Beyond the Power Pose

In 2012, Dr. Amy Cuddy (a Harvard psychologist) gave a TED Talk that suggested “power posing” — standing in a posture of confidence, even when you don’t feel confident — can affect testosterone and cortisol levels in your brain, and then have a real impact on your success.

“Certain power poses don’t just change how others perceive you,” Professor Cuddy says. “They can change your body chemistry, and these changes affect the way you do your job and interact with other people.” 

That now-famous TED Talk has been viewed more than 32 million times and people all around the world have been practicing their “wonder woman” pose before entering a challenging or stressful situation.

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But There’s More!

This is just one example of scientific research from the rapidly growing field of Positive Psychology.  There’s much more where that came from!

In the fields of leadership and positive psychology, a remarkable amount of research has emerged over the past decade.  In fact, over 10,000 new research papers have been written, providing countless new findings that can improve your leadership skills and impact your success. 

But despite the explosion of research in positive psychology, its ground-breaking findings are still mostly a secret.  Unless the results make their way into a popular TED Talk, surprisingly few people hear about the innovative discoveries that reveal how our brain works best and how we can best relate to each other.

The Key to Understanding What Moves People

In my 20-years’ experience as an educator, consultant, and leadership coach, I have found people almost universally open to learning how to use positive psychology to rethink the way they lead their teams.  The key is not so much what you say; but how you say it.

Leaders today want to know how using a positive mindset can gain them a competitive edge, and how they can buffer themselves against the negativity that spreads so rapidly from one cubicle to another.  In a world of increasing stress, they want to learn how to respond with a calm, confident, charisma that can keep their team inspired and energized.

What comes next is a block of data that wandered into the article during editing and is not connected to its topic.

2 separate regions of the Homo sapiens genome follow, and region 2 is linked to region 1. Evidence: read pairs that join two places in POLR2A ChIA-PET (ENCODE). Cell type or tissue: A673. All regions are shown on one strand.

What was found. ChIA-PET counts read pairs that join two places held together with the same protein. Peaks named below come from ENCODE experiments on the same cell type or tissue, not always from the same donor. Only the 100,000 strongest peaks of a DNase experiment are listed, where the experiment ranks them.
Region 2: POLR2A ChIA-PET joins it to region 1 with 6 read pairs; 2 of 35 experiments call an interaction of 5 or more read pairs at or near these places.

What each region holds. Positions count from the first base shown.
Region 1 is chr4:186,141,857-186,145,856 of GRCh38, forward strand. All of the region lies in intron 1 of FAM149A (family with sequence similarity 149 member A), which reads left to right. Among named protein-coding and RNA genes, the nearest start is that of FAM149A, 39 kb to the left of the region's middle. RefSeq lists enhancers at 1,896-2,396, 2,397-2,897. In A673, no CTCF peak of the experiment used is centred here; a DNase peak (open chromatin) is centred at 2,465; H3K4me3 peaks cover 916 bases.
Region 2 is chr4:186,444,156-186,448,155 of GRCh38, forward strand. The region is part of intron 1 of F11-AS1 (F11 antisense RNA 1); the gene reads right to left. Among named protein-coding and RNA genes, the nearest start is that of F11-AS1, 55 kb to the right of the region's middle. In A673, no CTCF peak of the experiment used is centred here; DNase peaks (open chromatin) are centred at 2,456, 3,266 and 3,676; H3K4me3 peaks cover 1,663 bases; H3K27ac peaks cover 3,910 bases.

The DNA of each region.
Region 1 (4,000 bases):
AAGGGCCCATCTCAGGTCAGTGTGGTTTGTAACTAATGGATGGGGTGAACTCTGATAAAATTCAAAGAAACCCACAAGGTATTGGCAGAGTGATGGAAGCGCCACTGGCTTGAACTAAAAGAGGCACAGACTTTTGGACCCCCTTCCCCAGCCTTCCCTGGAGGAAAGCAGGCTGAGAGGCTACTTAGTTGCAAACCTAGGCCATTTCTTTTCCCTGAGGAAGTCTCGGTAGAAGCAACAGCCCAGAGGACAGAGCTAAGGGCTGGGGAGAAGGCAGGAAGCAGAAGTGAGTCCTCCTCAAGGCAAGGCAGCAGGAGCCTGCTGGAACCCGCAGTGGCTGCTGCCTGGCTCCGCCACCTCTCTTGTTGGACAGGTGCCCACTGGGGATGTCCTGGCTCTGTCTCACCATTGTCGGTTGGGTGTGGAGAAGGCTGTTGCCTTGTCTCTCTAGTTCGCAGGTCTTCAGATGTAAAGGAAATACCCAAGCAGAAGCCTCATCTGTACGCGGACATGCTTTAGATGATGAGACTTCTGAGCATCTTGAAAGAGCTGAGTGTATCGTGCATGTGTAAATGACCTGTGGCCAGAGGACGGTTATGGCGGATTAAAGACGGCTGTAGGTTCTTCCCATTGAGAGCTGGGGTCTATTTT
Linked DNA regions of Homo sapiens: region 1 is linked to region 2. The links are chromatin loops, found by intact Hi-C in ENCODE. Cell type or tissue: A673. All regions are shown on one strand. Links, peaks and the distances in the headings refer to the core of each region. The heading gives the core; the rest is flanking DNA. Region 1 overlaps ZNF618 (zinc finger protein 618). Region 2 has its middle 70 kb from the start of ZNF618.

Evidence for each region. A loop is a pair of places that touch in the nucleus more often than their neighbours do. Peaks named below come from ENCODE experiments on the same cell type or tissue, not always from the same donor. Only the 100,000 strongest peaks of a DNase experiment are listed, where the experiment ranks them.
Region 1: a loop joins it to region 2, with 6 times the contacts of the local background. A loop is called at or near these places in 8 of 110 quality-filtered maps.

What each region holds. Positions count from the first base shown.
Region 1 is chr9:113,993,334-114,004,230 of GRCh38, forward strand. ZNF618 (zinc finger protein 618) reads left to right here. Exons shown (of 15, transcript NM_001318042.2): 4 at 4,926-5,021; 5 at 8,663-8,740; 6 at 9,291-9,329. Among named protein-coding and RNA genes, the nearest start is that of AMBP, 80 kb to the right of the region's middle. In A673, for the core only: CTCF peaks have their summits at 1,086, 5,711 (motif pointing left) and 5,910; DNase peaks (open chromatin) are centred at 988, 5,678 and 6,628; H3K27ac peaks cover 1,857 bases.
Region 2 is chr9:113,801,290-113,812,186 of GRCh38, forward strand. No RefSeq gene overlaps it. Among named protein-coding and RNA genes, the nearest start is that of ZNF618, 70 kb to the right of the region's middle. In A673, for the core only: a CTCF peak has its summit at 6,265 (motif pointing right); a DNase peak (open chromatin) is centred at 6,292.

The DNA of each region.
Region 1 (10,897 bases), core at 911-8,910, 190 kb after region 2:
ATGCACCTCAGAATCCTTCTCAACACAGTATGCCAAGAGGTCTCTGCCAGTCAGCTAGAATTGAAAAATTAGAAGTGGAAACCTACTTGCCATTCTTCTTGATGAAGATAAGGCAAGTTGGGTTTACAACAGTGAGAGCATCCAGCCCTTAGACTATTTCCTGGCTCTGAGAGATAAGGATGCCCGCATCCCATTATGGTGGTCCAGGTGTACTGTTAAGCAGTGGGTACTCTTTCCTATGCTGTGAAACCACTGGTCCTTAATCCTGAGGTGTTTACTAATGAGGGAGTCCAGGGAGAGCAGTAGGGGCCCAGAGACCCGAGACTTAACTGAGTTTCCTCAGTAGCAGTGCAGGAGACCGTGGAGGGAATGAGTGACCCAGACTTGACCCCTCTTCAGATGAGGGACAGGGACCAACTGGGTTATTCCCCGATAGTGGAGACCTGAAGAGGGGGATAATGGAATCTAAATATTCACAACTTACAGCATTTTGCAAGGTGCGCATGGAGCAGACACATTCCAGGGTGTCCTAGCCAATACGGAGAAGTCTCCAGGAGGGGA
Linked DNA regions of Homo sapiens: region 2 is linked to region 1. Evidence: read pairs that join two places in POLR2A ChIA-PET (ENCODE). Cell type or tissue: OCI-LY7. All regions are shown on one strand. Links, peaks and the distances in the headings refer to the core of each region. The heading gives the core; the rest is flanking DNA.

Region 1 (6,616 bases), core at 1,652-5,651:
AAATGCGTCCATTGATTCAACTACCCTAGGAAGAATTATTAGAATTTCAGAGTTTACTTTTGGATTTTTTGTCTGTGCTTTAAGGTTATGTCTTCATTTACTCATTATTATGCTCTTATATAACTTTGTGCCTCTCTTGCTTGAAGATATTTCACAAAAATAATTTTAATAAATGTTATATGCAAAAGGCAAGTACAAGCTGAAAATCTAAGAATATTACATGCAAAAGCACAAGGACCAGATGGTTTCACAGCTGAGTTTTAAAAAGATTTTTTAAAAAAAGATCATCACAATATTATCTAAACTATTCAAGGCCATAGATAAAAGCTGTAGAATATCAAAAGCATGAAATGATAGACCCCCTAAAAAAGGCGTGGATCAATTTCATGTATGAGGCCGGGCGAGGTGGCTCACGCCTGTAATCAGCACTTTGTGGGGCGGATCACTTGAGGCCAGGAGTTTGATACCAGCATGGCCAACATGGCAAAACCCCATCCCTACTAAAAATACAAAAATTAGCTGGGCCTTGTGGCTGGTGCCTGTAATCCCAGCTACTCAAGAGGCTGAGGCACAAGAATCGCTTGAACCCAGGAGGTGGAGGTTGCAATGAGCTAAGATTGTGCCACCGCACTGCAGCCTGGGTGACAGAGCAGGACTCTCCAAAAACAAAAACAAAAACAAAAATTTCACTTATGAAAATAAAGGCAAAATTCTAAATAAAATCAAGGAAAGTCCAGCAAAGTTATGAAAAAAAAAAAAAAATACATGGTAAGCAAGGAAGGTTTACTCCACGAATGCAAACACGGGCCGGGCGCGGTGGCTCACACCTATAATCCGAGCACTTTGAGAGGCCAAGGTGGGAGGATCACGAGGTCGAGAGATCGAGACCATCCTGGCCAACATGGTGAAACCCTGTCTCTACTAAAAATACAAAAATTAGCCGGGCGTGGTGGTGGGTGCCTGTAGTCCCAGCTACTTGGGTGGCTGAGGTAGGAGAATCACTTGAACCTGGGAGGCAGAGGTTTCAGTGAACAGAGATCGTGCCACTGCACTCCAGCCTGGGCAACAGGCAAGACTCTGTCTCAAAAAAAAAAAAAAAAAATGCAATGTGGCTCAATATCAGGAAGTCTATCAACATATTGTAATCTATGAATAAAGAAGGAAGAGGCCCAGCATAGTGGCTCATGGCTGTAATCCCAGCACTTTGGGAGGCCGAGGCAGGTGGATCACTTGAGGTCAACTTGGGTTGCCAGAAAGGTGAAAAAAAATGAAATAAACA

It’s not about manipulation or politics; it’s about understanding what moves people.  You have to connect with people before you can effectively lead them.

The Science of Excellence

Positive Psychology is not “happy-ology,” what you might think of as the power of positive thinking, a self-help movement, or a passing fad.  It is the new science of excellence and it is rapidly growing. 

It’s about learning how to cultivate the mindset and behaviors that have been empirically proven to fuel greater success and fulfillment. 

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            RELATED:  4 Pillars of Positive Leadership that Promise Results
            RELATED:  How to Create a Positively Contagious Work Environment
            RELATED:  5 Mistakes that Managers Make that Destroy their Team’s Engagement

photos courtesy of shutterstock.com

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